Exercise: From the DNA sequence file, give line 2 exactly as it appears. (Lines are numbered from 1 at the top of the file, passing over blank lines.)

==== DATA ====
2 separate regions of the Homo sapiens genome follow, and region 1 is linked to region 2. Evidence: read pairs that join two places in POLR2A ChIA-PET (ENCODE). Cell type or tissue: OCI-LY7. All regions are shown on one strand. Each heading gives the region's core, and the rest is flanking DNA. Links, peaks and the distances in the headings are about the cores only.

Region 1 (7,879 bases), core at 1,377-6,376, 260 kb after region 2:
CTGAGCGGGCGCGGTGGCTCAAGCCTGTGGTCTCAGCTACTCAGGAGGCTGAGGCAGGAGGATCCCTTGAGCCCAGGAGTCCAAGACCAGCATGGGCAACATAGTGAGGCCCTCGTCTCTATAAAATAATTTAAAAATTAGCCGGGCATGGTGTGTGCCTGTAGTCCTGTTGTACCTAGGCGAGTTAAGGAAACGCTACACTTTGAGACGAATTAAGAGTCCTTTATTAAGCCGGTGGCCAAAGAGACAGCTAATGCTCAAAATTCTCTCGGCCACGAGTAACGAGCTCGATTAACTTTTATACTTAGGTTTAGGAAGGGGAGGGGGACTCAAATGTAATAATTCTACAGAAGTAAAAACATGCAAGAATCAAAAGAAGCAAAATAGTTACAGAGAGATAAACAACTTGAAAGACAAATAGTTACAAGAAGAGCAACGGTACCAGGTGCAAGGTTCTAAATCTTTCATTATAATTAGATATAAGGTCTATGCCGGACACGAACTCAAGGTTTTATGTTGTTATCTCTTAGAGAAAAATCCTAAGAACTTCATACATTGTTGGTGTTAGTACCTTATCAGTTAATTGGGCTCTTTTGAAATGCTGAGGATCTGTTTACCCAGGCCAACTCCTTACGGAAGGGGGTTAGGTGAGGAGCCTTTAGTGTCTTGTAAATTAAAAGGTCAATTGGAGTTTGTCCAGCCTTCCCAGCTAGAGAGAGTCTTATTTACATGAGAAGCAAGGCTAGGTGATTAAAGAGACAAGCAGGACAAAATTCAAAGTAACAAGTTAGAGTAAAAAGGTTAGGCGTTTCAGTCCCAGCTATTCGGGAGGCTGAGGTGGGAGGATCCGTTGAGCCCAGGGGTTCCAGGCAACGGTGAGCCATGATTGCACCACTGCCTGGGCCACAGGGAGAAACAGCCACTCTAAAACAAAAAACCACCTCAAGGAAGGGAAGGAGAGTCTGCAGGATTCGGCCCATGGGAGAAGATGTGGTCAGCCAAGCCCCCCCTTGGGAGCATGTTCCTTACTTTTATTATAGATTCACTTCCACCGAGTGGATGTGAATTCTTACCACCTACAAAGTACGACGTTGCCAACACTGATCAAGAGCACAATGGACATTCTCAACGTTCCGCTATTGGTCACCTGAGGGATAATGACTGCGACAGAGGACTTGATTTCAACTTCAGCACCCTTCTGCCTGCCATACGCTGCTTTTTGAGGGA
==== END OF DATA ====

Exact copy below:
Region 1 (7,879 bases), core at 1,377-6,376, 260 kb after region 2: